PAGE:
A customer shops at a secondhand luxury store in Shanghai on Dec 9, 2021. (Provided to China Daily)
Pan Xiaoting, a 26-year-old clerk at a financial institution in Beijing who likes to shop on secondhand luxury product apps, recently bought a Gucci bag for 6,899 yuan ($1,031), far less than the original price of about 13,000 yuan.
"In the past, I bought luxury products from large shopping malls or exclusive stores when I took trips abroad. However, the new ones are often very expensive and I just use them for about one or two years, then look for another one," Pan said.
"I prefer watching livestreaming via some online secondhand e-commerce platforms, as the hosts demonstrate the details of the products, such as design, material, color and size. After comparing various handbags, I can decide which one fits me the best."
Buying used handbags or other luxury items through these platforms can save a lot of money, and some of the commodities could be 5,000 or 6,000 yuan cheaper than their original prices, she added.
Pan is among younger Chinese who are environmentally conscious and are keen on buying affordable high-quality and fashionable goods through secondhand luxury trading platforms.
The revenue of China's secondhand luxury industry is expected to reach 34.8 billion yuan in 2025, with a compound annual growth rate of 15 percent, representing enormous development potential, according to LeadLeo Research Institute, a market research services provider.
China's secondhand luxury goods market is in its infancy, with more than 50 percent of consumers of used luxury goods being below 30 years of age, who are in pursuit of more cost-effective and personalized products, said the consultancy.
Moreover, sales in China's secondhand luxury market only account for 5 percent of the luxury market while in some developed countries, the figure can reach 20 to 30 percent, said a report jointly released by the luxury research center at the University of International Business and Economics and Isheyipai, a platform for secondhand luxury deals.
"The supply chain of the secondhand goods market is relatively complicated, so we are making efforts to shorten unnecessary links along the trade chain and get the best and cheapest products from upstream sellers," said Xu Wei, founder and CEO of Hongbulin, a Chinese online trading platform for used luxury goods.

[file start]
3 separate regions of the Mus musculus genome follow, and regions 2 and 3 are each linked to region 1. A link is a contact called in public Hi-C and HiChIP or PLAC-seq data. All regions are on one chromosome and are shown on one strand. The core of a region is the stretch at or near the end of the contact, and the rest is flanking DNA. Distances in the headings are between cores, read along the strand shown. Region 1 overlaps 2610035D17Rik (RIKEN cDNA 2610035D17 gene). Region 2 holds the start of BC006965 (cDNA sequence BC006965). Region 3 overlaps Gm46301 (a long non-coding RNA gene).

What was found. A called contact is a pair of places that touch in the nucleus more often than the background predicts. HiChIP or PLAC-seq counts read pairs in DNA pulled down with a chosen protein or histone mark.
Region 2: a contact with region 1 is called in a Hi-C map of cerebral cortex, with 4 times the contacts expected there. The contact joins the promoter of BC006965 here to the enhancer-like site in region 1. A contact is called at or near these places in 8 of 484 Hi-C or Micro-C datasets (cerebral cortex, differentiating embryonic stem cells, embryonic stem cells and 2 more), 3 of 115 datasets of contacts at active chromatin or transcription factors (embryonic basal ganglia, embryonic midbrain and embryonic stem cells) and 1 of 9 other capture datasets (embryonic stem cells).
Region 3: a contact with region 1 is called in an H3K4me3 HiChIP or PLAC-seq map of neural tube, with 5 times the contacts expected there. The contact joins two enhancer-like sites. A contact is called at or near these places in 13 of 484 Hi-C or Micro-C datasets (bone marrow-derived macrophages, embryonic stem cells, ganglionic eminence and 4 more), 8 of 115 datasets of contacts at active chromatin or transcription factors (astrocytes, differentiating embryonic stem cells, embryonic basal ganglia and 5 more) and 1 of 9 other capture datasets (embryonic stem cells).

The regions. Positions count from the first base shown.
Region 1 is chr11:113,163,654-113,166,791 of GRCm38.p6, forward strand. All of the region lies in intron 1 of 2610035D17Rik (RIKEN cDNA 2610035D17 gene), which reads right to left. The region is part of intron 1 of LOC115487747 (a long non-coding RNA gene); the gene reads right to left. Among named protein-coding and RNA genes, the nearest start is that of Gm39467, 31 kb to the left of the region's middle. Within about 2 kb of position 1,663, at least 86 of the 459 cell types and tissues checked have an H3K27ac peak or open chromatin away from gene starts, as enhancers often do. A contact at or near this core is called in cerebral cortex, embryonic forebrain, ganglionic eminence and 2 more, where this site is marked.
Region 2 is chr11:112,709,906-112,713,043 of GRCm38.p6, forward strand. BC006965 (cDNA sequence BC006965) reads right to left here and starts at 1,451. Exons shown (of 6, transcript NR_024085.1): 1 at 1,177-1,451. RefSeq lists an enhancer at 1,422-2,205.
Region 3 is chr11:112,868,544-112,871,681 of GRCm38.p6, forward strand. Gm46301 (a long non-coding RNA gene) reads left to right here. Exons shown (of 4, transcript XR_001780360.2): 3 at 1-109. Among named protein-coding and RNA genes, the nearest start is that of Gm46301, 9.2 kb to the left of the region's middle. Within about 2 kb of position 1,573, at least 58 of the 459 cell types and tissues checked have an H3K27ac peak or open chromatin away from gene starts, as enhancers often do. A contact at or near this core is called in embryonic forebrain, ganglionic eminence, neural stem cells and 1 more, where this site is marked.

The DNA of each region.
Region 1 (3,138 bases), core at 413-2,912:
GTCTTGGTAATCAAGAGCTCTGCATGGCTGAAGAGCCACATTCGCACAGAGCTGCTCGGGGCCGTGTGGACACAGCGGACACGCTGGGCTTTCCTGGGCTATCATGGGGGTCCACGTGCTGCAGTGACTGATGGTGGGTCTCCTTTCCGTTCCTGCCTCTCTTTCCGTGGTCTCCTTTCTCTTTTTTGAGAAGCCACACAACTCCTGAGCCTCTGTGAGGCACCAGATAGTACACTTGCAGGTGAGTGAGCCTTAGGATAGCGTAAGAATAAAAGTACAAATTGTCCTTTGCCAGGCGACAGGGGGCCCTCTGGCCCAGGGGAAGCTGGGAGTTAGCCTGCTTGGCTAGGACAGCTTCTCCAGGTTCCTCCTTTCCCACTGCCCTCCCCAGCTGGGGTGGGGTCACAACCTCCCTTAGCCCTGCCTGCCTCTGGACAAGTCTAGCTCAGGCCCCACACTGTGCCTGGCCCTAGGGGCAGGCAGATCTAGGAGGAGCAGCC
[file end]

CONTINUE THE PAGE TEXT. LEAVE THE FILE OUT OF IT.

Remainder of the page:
The platform aims to connect individual owners of luxury goods with potential customers who want to buy products at lower prices. Its sales revenue surged about 550 percent during last year's Singles' Day shopping carnival.
The company has attached huge importance to quality control and authentication by utilizing an advanced artificial intelligence-powered algorithm and technology to give appraisals and classifications to a variety of secondhand products.
In addition, it has set up a professional appraisal team and inked a strategic partnership with the luxury identification center affiliated with the China Certification &Inspection Group to ensure the authenticity and quality of luxury products offered on its platform.
Hongbulin has tapped into livestreaming, which can demonstrate the features and quality of the products more directly and vividly, with the average per-customer transaction reaching 8,000 yuan, Xu said, adding that they have established a team to train professional livestreaming hosts systematically.
Chinese consumers are set to confirm their place as the most important buyers of luxury products, accounting for nearly half of all purchases worldwide by 2025, said a report released by global consultancy Bain &Co.
They buy high-end luxury bags, clothing, jewelry and wine in China due to curbs on international travel amid the ongoing pandemic.
Bain also estimates that the global secondhand luxury market soared to 33 billion euros ($35.17 billion) in 2021, driven by increased demand and a growing competitive arena. As a comparison, the secondhand market has grown by 65 percent between 2017 and 2021, versus a 12 percent growth over the same period in the firsthand luxury market.
Shi Huilun, an analyst at LeadLeo Research Institute, said people's consumption attitudes have changed, with greater emphasis on sustainability and rational consumption. "Young Chinese consumers have strong purchasing power in secondhand luxury goods, which will become an important force driving the growth of the country's secondhand luxury industry."
Shi said most of the renowned luxury brands are mainly concentrated in first and second-tier cities, and they are comparatively conservative about whether to enter smaller cities, which presents a new opportunity for the secondhand luxury industry.
As purchasing secondhand luxury products via livestreaming services has gained wide popularity among China's younger generation, Shi said secondhand luxury goods trading platforms should strengthen cooperation with official appraisals and evaluation organizations to identify the authenticity of luxury goods and improve presale and after-sales services.